SOFI: Illmatika initially sent me the track with his first verse recorded. That verse, and the feel good summery vibe of the track itself, inspired me to write from one of the possible viewpoints of a woman (or anyone really) being approached by someone who is interested in them. I did go based on some of my own experience as well as experiences I’ve known others have had.

How did you put the track together?

ILLMATIKA: In terms of putting the track together I had an idea of the arrangement and I shared that idea with Sophie before going to the studio, once we got to the studio the magic came together quickly with Sofi’s big pad of rhymes and writing on the spot and recording.

SOFI: Most of it was done separately until Illmatika and I got together to record in studio. I arrived and realised my verse was a bit too short so I got straight to adding more to it while Illmatika recorded. We’d accomplished all recording in that one session. It was great. I really do miss being in a proper studio setting.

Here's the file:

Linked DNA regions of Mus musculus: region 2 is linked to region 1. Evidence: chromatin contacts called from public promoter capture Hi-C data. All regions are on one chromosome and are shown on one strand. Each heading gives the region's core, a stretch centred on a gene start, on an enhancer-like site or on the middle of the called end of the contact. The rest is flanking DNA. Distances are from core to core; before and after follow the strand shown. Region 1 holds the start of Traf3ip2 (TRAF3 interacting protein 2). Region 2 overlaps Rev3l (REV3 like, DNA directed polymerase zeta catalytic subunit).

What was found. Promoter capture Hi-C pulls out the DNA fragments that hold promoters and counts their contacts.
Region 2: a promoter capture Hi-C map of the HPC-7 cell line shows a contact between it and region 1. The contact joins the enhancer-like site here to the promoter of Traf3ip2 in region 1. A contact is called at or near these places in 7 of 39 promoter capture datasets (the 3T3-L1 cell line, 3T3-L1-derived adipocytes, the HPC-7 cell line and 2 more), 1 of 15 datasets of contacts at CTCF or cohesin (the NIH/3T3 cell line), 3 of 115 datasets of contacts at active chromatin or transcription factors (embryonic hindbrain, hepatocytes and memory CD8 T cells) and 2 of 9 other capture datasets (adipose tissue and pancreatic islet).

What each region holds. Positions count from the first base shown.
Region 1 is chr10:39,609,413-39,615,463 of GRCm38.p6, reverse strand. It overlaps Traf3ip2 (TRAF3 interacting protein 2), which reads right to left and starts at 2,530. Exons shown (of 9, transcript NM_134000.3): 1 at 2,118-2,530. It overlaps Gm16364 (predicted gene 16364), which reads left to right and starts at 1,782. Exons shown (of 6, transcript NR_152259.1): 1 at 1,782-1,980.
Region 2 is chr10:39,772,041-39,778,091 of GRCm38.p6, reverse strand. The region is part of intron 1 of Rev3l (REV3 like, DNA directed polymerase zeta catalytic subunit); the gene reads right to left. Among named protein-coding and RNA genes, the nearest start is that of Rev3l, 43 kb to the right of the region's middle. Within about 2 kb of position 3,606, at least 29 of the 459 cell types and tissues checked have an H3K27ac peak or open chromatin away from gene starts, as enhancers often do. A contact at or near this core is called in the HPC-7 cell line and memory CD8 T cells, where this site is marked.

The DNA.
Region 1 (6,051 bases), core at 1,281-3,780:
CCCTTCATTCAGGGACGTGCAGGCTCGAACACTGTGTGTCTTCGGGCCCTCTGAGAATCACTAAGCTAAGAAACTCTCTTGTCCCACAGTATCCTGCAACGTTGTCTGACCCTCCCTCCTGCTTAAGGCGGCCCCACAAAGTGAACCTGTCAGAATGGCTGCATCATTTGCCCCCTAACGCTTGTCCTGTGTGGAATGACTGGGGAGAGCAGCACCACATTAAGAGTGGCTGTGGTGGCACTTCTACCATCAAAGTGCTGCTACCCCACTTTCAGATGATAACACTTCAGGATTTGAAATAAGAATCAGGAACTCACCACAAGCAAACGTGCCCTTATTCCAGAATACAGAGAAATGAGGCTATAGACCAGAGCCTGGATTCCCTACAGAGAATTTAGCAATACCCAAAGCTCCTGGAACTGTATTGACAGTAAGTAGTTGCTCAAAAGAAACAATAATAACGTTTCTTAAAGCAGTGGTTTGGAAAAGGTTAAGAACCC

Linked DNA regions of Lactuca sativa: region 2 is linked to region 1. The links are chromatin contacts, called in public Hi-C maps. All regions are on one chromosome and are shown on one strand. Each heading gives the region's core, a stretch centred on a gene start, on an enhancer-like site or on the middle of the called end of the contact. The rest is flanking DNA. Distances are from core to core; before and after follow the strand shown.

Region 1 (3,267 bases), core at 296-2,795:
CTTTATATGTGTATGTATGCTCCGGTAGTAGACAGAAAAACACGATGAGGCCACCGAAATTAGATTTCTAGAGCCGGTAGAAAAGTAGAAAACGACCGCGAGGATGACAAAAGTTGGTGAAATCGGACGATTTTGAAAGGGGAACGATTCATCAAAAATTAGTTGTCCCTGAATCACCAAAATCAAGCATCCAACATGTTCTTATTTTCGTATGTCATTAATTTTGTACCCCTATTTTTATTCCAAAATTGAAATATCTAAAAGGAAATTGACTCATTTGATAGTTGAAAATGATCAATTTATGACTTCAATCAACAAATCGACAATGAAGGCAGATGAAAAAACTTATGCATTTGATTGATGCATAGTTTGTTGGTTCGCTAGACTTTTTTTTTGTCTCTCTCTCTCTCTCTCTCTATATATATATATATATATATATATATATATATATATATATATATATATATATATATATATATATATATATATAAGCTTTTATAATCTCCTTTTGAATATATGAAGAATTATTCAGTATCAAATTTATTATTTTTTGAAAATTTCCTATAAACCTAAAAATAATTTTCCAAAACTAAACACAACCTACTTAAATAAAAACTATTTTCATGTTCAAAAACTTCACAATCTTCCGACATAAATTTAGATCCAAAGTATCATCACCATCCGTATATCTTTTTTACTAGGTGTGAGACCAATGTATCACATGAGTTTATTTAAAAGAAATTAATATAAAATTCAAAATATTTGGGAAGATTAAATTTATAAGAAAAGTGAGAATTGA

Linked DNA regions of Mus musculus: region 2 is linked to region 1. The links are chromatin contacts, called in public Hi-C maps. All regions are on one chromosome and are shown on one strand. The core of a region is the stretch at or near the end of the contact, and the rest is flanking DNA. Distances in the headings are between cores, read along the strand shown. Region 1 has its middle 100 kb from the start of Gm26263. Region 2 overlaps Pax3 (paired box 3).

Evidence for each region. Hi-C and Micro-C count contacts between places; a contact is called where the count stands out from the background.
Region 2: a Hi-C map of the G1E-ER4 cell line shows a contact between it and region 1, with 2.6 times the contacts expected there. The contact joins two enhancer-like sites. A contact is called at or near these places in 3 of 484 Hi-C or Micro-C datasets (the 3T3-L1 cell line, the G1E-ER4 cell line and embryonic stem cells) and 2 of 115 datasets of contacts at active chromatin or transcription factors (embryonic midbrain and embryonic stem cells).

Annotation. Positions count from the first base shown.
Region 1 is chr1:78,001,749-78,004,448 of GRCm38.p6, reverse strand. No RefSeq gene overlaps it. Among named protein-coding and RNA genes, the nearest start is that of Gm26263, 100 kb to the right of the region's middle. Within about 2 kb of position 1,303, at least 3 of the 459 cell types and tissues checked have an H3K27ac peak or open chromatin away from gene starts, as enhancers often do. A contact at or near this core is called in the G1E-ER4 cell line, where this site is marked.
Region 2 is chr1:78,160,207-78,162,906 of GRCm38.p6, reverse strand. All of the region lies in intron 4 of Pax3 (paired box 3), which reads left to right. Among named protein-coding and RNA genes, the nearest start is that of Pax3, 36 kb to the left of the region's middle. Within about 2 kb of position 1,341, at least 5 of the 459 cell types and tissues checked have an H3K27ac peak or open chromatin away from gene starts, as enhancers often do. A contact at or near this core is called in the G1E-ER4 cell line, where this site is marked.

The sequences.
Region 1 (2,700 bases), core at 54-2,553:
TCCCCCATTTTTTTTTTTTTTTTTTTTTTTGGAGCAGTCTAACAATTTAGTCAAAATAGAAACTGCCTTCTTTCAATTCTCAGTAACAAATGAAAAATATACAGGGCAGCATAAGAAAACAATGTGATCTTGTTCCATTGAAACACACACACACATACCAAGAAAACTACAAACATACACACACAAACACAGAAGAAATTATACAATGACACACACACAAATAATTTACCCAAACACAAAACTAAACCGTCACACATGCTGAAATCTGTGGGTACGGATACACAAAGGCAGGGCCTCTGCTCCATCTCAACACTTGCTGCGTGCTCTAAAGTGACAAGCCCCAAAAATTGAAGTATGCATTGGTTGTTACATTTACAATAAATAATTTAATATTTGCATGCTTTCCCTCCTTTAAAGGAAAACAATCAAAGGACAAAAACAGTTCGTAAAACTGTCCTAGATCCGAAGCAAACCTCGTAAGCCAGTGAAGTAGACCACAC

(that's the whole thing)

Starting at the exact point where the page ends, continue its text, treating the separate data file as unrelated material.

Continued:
How long have you been working on it?

ILLMATIKA: The actual making of the song didn’t take long at all. We spent maybe 3 hours in the studio together. Sofi and I with the beat and it was done and we sent Mr Joseph the vocals so he could put the finishing touches to it.

SOFI: This collaboration was one of those lucky ones where we all got it completed and recorded within a matter of days. Illmatika and I were pretty shocked at how quickly and smoothly it all came together. We kept wondering what the catch was—Haha!

It is coming out on Liquid V on the 2 December (today!). Big label and big release! How did that come about?